As I was getting ready for Velocity conference (https://conferences.oreilly.com/velocity/vl-eu) and the Kubernetes training by Sebastien Goasguen, I happened to be captured by a spiral of testing.
First, I needed to have a K8s cluster running for said training. Sebastien suggested Minikube, which is a nifty way of having a local K8s cluster on your workstation and play with it. As it was too easy, I went through my K8s the hard way (https://cloudinthealps.mandin.net/2017/09/14/kubernetes-the-hard-way-revival/) on Azure again to be able to work on the real stuff, and use kubectl from my Linux env (embedded in windows 10). And I realized that I might have internet issues during the conference and would be happy to have Minikube running.
So back to square one and to setting up minikube and kubectl properly on Windows.
I tried the easy way, which was to download Minikube for Windows and run it. It obviously failed, and I could not find out why. After some try and fails, I just updated Virtualbox, which I was already using for personnal stuff. I just had then to rest the minkube setup that I had, with “minikube delete” and then start fresh : “minikube start” and voilà, I had a brand new Minikube+kubectl setup fully on Windows 10 (and a backup on Linux and Azure).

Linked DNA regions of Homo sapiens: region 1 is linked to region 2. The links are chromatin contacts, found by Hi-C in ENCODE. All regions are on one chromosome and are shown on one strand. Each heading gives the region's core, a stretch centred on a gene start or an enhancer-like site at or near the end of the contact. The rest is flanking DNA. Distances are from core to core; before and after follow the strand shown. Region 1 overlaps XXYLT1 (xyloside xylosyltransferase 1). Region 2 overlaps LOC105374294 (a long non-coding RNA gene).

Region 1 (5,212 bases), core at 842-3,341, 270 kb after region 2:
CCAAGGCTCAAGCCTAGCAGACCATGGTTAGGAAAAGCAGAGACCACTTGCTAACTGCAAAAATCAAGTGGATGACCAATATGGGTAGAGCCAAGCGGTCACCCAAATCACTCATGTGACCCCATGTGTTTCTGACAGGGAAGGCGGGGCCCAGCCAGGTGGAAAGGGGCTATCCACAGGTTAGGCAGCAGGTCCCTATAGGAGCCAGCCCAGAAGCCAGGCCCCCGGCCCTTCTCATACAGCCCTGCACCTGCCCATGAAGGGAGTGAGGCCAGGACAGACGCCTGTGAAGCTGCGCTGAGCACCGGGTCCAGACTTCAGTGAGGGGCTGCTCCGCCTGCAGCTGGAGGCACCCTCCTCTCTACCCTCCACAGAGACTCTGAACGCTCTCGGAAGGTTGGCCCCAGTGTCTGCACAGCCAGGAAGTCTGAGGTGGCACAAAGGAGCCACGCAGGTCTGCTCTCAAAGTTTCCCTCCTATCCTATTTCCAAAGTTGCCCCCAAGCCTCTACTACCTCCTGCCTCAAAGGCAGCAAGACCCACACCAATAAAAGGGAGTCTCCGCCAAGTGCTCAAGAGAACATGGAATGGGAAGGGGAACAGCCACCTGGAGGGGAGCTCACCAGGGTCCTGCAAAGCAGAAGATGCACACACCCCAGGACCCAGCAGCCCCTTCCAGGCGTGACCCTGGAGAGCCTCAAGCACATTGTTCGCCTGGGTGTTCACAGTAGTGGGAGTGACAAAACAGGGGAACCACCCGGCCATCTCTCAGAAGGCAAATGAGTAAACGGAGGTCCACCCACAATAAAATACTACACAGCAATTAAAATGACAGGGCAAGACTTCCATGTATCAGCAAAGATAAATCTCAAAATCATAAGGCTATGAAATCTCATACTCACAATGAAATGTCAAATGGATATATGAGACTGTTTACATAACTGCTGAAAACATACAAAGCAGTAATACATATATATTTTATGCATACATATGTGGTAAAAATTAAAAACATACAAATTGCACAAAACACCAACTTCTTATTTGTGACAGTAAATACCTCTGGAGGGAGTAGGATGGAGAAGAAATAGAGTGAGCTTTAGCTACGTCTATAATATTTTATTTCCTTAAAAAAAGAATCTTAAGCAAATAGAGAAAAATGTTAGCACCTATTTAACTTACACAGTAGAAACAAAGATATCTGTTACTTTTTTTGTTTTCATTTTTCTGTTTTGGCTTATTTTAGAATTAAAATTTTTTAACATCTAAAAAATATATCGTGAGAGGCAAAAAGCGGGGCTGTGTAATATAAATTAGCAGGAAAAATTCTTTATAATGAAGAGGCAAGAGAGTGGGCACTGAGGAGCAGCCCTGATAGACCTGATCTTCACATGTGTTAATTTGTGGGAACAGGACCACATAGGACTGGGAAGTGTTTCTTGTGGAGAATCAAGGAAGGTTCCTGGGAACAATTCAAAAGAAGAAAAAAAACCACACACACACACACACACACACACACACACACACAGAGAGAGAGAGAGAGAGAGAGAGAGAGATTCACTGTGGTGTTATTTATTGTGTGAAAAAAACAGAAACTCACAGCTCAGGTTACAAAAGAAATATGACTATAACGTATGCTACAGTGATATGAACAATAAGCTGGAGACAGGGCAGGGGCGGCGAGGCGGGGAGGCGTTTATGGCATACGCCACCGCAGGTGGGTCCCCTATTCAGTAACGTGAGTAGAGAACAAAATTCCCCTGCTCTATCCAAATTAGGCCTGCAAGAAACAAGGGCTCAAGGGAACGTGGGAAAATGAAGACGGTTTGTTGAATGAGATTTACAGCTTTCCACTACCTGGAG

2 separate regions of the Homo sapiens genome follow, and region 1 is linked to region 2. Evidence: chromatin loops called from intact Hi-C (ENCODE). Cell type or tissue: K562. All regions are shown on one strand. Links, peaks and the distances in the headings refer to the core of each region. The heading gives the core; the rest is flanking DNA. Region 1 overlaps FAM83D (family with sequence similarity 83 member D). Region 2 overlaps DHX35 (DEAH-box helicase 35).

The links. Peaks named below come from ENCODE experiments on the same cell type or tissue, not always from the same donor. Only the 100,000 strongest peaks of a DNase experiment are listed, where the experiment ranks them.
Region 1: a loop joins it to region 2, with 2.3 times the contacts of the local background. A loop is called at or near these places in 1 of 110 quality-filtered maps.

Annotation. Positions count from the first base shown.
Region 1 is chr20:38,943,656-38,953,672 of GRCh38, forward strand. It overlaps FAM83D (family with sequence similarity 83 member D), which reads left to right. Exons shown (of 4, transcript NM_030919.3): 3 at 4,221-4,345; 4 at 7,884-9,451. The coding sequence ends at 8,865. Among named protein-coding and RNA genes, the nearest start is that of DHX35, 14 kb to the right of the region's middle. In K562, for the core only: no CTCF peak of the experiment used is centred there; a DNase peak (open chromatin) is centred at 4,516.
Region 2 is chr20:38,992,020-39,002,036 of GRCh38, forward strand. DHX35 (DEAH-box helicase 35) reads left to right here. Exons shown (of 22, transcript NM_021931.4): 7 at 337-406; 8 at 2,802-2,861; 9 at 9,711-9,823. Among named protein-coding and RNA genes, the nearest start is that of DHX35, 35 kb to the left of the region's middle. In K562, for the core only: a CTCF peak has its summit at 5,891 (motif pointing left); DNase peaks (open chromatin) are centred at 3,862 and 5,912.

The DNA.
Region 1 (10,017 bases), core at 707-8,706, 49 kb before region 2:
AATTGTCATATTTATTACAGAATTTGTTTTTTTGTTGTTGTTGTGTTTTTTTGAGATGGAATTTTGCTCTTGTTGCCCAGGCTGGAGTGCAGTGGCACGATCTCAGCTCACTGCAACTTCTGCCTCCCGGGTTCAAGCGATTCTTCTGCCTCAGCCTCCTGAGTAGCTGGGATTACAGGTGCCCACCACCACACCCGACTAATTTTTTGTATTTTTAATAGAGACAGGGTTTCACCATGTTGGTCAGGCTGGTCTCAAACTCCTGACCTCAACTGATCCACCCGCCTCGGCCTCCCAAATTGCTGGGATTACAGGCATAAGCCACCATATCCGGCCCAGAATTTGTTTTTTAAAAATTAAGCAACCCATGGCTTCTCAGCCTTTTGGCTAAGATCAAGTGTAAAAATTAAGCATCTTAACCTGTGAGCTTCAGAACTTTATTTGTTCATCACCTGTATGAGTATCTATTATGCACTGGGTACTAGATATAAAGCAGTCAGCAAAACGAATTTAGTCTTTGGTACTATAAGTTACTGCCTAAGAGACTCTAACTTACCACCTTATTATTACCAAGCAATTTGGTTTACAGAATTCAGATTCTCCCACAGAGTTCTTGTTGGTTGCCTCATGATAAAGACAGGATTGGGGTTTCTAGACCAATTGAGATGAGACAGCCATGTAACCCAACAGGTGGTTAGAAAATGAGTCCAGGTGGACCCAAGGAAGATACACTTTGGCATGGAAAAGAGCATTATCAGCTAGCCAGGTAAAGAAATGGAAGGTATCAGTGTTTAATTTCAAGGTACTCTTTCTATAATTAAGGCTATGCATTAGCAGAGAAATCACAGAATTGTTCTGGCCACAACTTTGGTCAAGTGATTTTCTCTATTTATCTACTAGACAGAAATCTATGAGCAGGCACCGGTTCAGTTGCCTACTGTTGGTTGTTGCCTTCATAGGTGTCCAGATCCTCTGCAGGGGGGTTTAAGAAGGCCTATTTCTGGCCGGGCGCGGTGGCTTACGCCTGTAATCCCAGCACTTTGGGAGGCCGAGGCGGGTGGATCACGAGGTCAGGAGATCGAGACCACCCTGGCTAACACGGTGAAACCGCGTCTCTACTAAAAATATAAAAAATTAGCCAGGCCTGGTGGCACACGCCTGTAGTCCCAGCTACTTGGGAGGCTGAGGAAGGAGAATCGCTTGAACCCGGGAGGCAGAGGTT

But as I was working on that, I stumbled on a news there about Azure Stack (https://social.msdn.microsoft.com/Forums/azure/en-US/131985bd-bc56-4c35-bde8-640ac7a44299/microsoft-azure-stack-development-kit-201709283-now-available-released-10102017?forum=AzureStack) and specifically the AS SDK, which allows for a one node setup of Azure Stack.
This tickled my curiosity gene. A quick Google to find if there was any tutorials or advice on running nested Azure Stack on Azure, and here am I, setting up just that.
Keep in mind that the required VM (E16s-V3) is just above 1€/hour, which means 800€ monthly, so do not forget the auto-shutdown if you need to control your costs 🙂
The guide I followed is there : https://azurestack.blog/2017/07/deploy-azure-stack-development-kit-on-an-azure-vm/
I did almost everything using the Azure portal, maybe it might be useful to build a script to do that more quickly.
Note that the email with the download link takes some time to be sent, so you might start with that. Or you can use the direct link : https://aka.ms/azurestackdevkitdownloader
And this first test did not work out the way I expected. There were many differences between the article, the official doc, and what I encountered while deploying. Back again to first step, I redeployed the VM, redownloaded the SDK, and started from scratch, following the official doc (https://docs.microsoft.com/en-us/azure/azure-stack/azure-stack-deploy), I just added the tweak to skip the Physical host check, in order for the installation to continue even though it was running on a VM.
After a few hours, Voilà I had a fully running Azure Stack, within an Azure VM!
Now I just have to read the manual and play with it. This’ll be the subject of a future post, keep checking!